The Four Most Popular Types of Malware

Kaspersky lists the four most popular types of Malware attacks disguised as online study materials as:

1. School spamming using the Stalk worm

This has claimed the greatest number of victims and is the preferred method by which the Worm.Win32 Stalk.a worm is spread.  Once downloaded to a school computer Stalk penetrates all devices that are connected to it, will infect USB sticks used by students, will spread across the whole network, can spread to the email contacts of students, and can download other malicious applications to the infected device

2. Win32.Agent.ifdx malware downloader

This downloader program is disguised as textbooks or essays in DOC, DOCX or PDF formats. Once launched it opens a text file so that the victim does not realise that anything suspicious is going on, but it is designed to download many other bad things onto the victim’s computer which can be modified to become cryptominers, banking trojans (to steal; bank details) and ransomware.

3. The WinLNK.Agent.gen downloader

WinLNK.Agent.gen downloader is hidden in archives e.g. zip or rar files and uses a shortcut to a text file to open the document itself and launch the attached malware components. This can result in cryptominers, adware, and more damaging programs being loaded onto and slowing down the victim’s computer.

4. The MediaGet torrent application downloader

This is disguised by ‘Free Download’ buttons and will download a torrent client that the user does not need.

What Does This Mean For Your Business?

Colleges and schools are known to be popular targets for cybercriminals because they have large numbers of users spread across many different departments, and sometimes across different facilities, making admin and IT security very complicated.  Also, valuable intellectual property, student and staff personal data, and the chance to use the processing power of many computers within their systems can make schools and colleges tempting targets for cybercriminals.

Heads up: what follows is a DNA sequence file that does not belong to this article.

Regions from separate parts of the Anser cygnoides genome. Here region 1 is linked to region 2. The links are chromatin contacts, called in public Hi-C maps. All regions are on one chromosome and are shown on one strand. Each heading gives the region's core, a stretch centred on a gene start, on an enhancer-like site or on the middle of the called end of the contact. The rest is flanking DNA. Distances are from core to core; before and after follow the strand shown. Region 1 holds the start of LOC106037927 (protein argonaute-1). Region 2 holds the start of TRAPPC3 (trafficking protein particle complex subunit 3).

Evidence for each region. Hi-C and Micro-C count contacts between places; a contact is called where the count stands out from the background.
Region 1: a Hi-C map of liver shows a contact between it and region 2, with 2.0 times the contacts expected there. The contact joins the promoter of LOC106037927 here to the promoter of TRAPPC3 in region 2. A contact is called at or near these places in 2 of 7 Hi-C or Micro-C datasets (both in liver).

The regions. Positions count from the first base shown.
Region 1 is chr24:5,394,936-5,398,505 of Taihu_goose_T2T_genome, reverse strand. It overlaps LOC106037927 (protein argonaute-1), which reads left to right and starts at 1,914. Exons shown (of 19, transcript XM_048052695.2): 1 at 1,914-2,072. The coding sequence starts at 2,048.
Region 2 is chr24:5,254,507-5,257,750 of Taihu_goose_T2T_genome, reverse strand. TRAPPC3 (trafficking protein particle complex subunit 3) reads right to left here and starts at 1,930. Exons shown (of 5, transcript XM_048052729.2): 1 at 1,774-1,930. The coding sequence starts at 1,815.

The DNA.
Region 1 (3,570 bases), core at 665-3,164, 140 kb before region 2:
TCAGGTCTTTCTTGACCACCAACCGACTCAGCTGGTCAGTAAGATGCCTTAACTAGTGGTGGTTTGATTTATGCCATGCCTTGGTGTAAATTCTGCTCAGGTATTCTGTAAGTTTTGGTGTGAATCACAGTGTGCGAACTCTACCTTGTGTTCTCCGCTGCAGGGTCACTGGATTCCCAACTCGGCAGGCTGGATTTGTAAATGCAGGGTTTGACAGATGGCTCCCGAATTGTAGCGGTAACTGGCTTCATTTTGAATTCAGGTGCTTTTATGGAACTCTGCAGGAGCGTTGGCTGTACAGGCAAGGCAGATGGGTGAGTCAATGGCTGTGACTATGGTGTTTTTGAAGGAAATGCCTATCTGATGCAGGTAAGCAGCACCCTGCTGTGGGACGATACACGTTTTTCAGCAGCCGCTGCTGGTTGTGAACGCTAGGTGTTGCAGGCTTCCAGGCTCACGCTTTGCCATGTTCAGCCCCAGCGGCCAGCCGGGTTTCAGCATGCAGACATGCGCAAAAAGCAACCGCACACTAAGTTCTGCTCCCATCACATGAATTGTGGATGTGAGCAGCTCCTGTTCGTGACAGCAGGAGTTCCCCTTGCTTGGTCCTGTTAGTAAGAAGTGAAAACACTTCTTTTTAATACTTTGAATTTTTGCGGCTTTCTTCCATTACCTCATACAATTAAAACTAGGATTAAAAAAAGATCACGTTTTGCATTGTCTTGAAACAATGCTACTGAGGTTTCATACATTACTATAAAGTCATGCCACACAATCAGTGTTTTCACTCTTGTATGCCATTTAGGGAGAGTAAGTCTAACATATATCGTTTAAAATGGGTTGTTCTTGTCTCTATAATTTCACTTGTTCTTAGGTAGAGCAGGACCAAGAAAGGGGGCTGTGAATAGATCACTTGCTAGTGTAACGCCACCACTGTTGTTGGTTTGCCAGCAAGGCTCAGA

Part of the prevention of the kinds of attacks identified by Kaspersky can be achieved by educating students (and staff) about threats, and how to spot them and deal with them, as well as making sure that antivirus protection and patches are all up to date across school and college systems.

Kaspersky’s advice to students for avoiding the malware threat includes searching for in books you need in physical or online libraries, paying attention to what type of site is hosting the textbook download, not using outdated versions of operating systems and other software, being wary of email attachments (even those sent from acquaintances), and paying attention to the download file extensions e.g. don’t open .exe files.